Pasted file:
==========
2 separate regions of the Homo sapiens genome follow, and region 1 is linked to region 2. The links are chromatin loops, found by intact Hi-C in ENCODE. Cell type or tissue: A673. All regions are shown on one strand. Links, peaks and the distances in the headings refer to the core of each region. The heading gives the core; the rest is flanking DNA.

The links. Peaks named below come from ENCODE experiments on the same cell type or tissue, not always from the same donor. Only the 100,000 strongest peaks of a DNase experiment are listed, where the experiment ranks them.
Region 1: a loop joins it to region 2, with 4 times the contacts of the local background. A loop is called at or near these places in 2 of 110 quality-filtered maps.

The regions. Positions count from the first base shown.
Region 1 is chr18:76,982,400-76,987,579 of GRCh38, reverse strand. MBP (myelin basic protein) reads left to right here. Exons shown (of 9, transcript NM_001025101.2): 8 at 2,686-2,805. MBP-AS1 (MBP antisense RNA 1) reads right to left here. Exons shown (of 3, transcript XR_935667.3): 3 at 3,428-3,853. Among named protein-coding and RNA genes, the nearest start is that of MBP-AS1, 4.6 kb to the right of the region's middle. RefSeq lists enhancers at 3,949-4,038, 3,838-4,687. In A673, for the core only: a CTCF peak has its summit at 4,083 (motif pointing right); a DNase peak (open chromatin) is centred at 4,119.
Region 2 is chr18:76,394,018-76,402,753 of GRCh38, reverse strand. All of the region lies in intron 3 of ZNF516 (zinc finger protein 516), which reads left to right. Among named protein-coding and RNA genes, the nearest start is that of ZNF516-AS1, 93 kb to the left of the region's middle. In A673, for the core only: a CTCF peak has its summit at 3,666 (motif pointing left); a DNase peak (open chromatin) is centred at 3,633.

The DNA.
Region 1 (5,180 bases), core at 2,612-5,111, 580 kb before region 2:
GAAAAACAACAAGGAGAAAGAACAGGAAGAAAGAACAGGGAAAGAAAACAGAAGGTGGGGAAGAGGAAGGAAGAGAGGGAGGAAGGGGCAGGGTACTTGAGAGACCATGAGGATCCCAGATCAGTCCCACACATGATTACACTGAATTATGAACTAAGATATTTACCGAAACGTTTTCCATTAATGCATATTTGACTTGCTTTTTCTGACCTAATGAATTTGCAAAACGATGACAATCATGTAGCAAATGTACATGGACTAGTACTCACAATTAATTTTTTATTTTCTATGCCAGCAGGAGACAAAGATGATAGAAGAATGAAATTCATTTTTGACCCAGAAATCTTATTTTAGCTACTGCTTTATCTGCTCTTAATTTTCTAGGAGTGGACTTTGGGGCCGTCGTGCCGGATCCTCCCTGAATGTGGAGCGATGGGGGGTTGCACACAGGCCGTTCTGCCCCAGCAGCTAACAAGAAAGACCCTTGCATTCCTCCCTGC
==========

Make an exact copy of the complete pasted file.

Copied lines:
2 separate regions of the Homo sapiens genome follow, and region 1 is linked to region 2. The links are chromatin loops, found by intact Hi-C in ENCODE. Cell type or tissue: A673. All regions are shown on one strand. Links, peaks and the distances in the headings refer to the core of each region. The heading gives the core; the rest is flanking DNA.

The links. Peaks named below come from ENCODE experiments on the same cell type or tissue, not always from the same donor. Only the 100,000 strongest peaks of a DNase experiment are listed, where the experiment ranks them.
Region 1: a loop joins it to region 2, with 4 times the contacts of the local background. A loop is called at or near these places in 2 of 110 quality-filtered maps.

The regions. Positions count from the first base shown.
Region 1 is chr18:76,982,400-76,987,579 of GRCh38, reverse strand. MBP (myelin basic protein) reads left to right here. Exons shown (of 9, transcript NM_001025101.2): 8 at 2,686-2,805. MBP-AS1 (MBP antisense RNA 1) reads right to left here. Exons shown (of 3, transcript XR_935667.3): 3 at 3,428-3,853. Among named protein-coding and RNA genes, the nearest start is that of MBP-AS1, 4.6 kb to the right of the region's middle. RefSeq lists enhancers at 3,949-4,038, 3,838-4,687. In A673, for the core only: a CTCF peak has its summit at 4,083 (motif pointing right); a DNase peak (open chromatin) is centred at 4,119.
Region 2 is chr18:76,394,018-76,402,753 of GRCh38, reverse strand. All of the region lies in intron 3 of ZNF516 (zinc finger protein 516), which reads left to right. Among named protein-coding and RNA genes, the nearest start is that of ZNF516-AS1, 93 kb to the left of the region's middle. In A673, for the core only: a CTCF peak has its summit at 3,666 (motif pointing left); a DNase peak (open chromatin) is centred at 3,633.

The DNA.
Region 1 (5,180 bases), core at 2,612-5,111, 580 kb before region 2:
GAAAAACAACAAGGAGAAAGAACAGGAAGAAAGAACAGGGAAAGAAAACAGAAGGTGGGGAAGAGGAAGGAAGAGAGGGAGGAAGGGGCAGGGTACTTGAGAGACCATGAGGATCCCAGATCAGTCCCACACATGATTACACTGAATTATGAACTAAGATATTTACCGAAACGTTTTCCATTAATGCATATTTGACTTGCTTTTTCTGACCTAATGAATTTGCAAAACGATGACAATCATGTAGCAAATGTACATGGACTAGTACTCACAATTAATTTTTTATTTTCTATGCCAGCAGGAGACAAAGATGATAGAAGAATGAAATTCATTTTTGACCCAGAAATCTTATTTTAGCTACTGCTTTATCTGCTCTTAATTTTCTAGGAGTGGACTTTGGGGCCGTCGTGCCGGATCCTCCCTGAATGTGGAGCGATGGGGGGTTGCACACAGGCCGTTCTGCCCCAGCAGCTAACAAGAAAGACCCTTGCATTCCTCCCTGC